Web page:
In a nutshell: Binance, the world's largest cryptocurrency exchange, is under investigation by Internal Revenue Service and the Department of Justice agents who deal with money laundering and tax offenses.
Binance, incorporated in the Cayman Islands and with an office in Singapore, has become the largest and best-known crypto exchange since its founding in 2017. Bloomberg writes that the IRS and DoJ are now taking an interest in potentially illegal transactions moving through the service, though they haven't accused Binance of doing anything wrong.
The investigation isn't too surprising, given that forensics firm Chainalysis Inc. found that more funds linked to criminal activity went through Binance in 2019 than any other crypto exchange--- $756 million out of a $2.8 billion total.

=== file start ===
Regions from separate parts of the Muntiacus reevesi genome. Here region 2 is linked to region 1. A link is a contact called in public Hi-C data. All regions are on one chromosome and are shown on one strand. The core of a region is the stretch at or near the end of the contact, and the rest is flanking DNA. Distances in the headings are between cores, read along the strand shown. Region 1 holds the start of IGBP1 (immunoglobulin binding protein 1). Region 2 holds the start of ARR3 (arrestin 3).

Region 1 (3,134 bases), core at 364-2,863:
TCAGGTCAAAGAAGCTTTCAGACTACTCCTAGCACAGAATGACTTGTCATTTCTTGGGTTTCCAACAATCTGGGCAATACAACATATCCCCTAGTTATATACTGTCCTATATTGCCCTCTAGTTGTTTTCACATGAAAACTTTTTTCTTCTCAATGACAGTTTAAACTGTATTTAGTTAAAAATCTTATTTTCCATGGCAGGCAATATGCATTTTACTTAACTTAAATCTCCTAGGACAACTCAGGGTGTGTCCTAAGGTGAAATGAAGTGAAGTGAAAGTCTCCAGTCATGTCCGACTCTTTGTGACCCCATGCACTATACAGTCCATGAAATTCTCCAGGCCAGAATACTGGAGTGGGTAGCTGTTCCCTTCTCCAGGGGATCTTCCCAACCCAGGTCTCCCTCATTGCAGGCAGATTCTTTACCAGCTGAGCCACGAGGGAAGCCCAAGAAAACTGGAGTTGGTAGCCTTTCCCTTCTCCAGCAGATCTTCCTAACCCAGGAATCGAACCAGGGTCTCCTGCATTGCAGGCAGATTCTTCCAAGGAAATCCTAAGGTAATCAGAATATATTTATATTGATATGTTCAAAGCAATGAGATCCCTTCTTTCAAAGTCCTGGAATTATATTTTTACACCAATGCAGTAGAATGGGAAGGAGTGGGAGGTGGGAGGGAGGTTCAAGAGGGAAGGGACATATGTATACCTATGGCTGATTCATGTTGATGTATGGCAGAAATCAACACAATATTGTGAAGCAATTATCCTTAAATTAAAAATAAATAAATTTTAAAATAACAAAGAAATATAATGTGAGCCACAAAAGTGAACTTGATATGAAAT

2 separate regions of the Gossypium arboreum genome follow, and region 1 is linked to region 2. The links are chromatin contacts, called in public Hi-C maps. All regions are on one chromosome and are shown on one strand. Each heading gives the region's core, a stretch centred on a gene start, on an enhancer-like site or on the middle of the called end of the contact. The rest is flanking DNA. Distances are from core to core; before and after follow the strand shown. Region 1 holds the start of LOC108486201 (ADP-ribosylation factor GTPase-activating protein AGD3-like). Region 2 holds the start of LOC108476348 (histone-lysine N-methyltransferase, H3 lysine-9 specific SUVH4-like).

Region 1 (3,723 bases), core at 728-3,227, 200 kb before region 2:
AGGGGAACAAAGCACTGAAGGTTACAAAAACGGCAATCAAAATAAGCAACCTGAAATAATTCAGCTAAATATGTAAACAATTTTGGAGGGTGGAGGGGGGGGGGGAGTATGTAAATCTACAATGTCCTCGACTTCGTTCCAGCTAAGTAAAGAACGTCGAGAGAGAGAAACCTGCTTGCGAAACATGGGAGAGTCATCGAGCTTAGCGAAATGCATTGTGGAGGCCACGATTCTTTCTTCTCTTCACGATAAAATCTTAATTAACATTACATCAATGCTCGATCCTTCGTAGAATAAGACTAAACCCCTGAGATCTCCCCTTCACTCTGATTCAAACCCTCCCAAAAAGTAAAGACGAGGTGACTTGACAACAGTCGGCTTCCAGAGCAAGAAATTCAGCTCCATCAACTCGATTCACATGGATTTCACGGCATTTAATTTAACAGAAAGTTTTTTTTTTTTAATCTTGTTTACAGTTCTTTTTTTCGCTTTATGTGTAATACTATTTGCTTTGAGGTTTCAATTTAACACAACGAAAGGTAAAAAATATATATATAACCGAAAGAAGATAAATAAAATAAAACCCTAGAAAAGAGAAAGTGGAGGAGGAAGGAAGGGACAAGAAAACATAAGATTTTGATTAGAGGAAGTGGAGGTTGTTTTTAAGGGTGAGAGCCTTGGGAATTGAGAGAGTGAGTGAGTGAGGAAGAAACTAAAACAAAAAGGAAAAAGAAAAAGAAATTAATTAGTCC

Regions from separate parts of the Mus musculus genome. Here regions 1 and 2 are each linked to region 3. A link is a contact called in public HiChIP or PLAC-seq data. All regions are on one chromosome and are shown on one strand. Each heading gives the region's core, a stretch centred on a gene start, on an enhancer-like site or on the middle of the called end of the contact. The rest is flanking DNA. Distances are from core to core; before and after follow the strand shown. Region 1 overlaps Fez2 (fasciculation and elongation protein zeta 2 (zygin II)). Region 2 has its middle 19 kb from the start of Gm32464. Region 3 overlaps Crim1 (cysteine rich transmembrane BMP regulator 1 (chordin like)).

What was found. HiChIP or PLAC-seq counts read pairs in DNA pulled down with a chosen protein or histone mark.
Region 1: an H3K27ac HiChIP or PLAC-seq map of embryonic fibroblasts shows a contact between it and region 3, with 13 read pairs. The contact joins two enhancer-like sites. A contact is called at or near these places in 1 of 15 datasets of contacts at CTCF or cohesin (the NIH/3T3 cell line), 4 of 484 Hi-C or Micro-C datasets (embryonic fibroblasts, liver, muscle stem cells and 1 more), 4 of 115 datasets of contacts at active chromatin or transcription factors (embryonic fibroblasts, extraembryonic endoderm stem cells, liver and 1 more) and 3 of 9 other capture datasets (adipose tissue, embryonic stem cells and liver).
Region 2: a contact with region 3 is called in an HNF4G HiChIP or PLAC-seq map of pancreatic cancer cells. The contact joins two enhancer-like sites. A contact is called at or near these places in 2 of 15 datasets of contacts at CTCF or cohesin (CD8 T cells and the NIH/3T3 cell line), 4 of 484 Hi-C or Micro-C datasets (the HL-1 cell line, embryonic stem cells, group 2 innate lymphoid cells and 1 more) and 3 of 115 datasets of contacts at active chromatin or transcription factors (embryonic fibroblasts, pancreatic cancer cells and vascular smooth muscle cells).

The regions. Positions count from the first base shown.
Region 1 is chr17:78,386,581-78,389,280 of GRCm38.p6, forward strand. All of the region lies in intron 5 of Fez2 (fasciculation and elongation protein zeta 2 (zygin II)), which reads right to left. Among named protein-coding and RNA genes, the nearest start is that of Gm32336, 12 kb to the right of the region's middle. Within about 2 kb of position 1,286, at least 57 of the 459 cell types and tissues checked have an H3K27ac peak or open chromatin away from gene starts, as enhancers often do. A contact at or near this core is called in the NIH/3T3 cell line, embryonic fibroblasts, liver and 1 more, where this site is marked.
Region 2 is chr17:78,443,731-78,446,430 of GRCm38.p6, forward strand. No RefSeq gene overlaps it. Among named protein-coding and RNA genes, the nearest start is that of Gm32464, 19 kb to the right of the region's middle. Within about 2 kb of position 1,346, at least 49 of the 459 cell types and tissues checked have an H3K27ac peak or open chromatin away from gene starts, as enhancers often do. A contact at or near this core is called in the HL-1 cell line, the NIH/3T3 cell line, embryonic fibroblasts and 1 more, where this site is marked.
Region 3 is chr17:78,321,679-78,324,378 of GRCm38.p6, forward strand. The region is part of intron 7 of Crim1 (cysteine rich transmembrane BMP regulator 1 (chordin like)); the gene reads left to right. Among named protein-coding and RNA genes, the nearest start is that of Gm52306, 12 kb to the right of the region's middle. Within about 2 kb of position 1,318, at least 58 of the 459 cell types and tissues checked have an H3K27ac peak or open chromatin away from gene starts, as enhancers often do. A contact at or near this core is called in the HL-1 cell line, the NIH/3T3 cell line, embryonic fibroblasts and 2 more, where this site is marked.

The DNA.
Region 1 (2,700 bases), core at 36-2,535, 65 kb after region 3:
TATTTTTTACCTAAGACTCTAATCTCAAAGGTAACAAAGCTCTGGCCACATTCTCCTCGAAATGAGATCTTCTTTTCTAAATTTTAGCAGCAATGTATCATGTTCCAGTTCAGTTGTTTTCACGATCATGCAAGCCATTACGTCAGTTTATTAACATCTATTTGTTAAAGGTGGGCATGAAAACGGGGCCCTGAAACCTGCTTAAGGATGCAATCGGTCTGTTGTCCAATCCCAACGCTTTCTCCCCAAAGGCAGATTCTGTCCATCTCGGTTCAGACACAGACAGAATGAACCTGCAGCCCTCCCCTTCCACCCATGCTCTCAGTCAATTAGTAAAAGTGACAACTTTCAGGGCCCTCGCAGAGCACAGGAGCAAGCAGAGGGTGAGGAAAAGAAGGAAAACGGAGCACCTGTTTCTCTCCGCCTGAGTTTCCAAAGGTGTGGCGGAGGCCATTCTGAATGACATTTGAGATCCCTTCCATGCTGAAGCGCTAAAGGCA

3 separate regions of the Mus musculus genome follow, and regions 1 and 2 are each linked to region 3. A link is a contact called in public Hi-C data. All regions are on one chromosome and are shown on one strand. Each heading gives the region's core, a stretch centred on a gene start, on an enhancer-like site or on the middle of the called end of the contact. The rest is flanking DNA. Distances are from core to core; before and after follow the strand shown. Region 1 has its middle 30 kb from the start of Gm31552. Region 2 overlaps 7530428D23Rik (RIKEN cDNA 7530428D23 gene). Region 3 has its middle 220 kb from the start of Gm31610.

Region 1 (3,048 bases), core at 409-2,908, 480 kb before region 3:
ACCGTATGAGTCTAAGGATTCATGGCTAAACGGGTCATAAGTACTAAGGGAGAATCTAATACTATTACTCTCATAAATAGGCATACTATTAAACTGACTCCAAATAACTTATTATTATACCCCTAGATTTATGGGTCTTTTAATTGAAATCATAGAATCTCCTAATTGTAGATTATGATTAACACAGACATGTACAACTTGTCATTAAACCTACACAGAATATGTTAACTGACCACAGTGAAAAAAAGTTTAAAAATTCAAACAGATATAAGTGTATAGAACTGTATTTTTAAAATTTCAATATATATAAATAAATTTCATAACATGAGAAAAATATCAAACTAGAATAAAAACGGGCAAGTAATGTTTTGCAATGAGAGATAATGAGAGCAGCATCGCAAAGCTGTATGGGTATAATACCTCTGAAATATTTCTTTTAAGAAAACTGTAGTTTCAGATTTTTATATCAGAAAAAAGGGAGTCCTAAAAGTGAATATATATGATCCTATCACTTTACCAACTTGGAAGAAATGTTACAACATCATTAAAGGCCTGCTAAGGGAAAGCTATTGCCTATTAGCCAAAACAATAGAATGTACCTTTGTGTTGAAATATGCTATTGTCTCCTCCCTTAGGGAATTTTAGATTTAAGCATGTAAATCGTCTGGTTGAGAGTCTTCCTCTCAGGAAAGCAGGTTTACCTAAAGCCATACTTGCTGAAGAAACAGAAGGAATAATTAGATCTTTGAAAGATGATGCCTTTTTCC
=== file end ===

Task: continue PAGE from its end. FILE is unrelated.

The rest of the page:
Crypto's mostly anonymous nature has seen it become the currency of choice for illegal activities such as drug deals and blackmail. The skyrocketing price of Bitcoin, Ethereum, and many others has brought another problem for authorities: traders not paying taxes on the millions they make.
It was reported back in March that the US Commodity Futures Trading Commission (CFTC) was investigating whether Binance was allowing Americans to make illegal trades on the platform, by letting them buy derivatives linked to digital tokens. US residents are barred from purchasing such products from firms not registered with the CFTC.
"We have worked hard to build a robust compliance program that incorporates anti-money laundering principles and tools used by financial institutions to detect and address suspicious activity," a Binance spokesperson said. "We have a strong track record of assisting law enforcement agencies around the world, including in the United States."
Bitcoin lost around 17% of its value earlier this week after Elon Musk said Tesla would suspend customers' ability to pay for its products using the crypto. It has rallied slightly to $50,000 since then, but that's still $10,000 lower than its price on Monday.